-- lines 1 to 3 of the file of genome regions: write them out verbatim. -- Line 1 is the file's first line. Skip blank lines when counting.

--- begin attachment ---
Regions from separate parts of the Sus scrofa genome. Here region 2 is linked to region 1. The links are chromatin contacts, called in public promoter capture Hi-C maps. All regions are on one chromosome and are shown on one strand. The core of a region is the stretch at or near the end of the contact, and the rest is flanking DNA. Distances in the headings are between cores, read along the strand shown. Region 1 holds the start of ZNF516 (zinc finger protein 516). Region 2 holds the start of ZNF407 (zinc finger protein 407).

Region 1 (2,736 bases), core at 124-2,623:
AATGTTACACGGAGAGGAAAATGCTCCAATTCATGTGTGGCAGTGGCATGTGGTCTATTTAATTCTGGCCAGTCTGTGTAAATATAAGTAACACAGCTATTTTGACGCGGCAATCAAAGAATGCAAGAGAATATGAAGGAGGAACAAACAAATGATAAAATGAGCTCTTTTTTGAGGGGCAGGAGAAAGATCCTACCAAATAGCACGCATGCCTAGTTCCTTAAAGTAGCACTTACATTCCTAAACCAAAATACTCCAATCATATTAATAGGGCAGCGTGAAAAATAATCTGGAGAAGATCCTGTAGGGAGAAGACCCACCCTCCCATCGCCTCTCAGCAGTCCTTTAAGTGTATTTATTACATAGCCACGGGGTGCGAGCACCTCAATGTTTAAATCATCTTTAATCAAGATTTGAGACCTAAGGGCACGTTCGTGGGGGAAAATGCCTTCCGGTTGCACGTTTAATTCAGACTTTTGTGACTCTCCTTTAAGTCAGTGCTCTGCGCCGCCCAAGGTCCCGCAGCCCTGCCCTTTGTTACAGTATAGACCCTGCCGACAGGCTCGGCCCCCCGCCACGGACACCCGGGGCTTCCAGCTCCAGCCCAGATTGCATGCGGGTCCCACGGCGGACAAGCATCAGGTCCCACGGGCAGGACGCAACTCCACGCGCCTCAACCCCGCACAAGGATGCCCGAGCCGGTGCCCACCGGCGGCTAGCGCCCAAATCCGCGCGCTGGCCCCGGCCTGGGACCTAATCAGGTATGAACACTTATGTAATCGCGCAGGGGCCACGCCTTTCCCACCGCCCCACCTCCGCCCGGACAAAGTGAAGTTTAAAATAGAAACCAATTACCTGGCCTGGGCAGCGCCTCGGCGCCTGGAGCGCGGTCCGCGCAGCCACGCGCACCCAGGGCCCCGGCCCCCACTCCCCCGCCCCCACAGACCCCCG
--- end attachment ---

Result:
Regions from separate parts of the Sus scrofa genome. Here region 2 is linked to region 1. The links are chromatin contacts, called in public promoter capture Hi-C maps. All regions are on one chromosome and are shown on one strand. The core of a region is the stretch at or near the end of the contact, and the rest is flanking DNA. Distances in the headings are between cores, read along the strand shown. Region 1 holds the start of ZNF516 (zinc finger protein 516). Region 2 holds the start of ZNF407 (zinc finger protein 407).

Region 1 (2,736 bases), core at 124-2,623:
AATGTTACACGGAGAGGAAAATGCTCCAATTCATGTGTGGCAGTGGCATGTGGTCTATTTAATTCTGGCCAGTCTGTGTAAATATAAGTAACACAGCTATTTTGACGCGGCAATCAAAGAATGCAAGAGAATATGAAGGAGGAACAAACAAATGATAAAATGAGCTCTTTTTTGAGGGGCAGGAGAAAGATCCTACCAAATAGCACGCATGCCTAGTTCCTTAAAGTAGCACTTACATTCCTAAACCAAAATACTCCAATCATATTAATAGGGCAGCGTGAAAAATAATCTGGAGAAGATCCTGTAGGGAGAAGACCCACCCTCCCATCGCCTCTCAGCAGTCCTTTAAGTGTATTTATTACATAGCCACGGGGTGCGAGCACCTCAATGTTTAAATCATCTTTAATCAAGATTTGAGACCTAAGGGCACGTTCGTGGGGGAAAATGCCTTCCGGTTGCACGTTTAATTCAGACTTTTGTGACTCTCCTTTAAGTCAGTGCTCTGCGCCGCCCAAGGTCCCGCAGCCCTGCCCTTTGTTACAGTATAGACCCTGCCGACAGGCTCGGCCCCCCGCCACGGACACCCGGGGCTTCCAGCTCCAGCCCAGATTGCATGCGGGTCCCACGGCGGACAAGCATCAGGTCCCACGGGCAGGACGCAACTCCACGCGCCTCAACCCCGCACAAGGATGCCCGAGCCGGTGCCCACCGGCGGCTAGCGCCCAAATCCGCGCGCTGGCCCCGGCCTGGGACCTAATCAGGTATGAACACTTATGTAATCGCGCAGGGGCCACGCCTTTCCCACCGCCCCACCTCCGCCCGGACAAAGTGAAGTTTAAAATAGAAACCAATTACCTGGCCTGGGCAGCGCCTCGGCGCCTGGAGCGCGGTCCGCGCAGCCACGCGCACCCAGGGCCCCGGCCCCCACTCCCCCGCCCCCACAGACCCCCG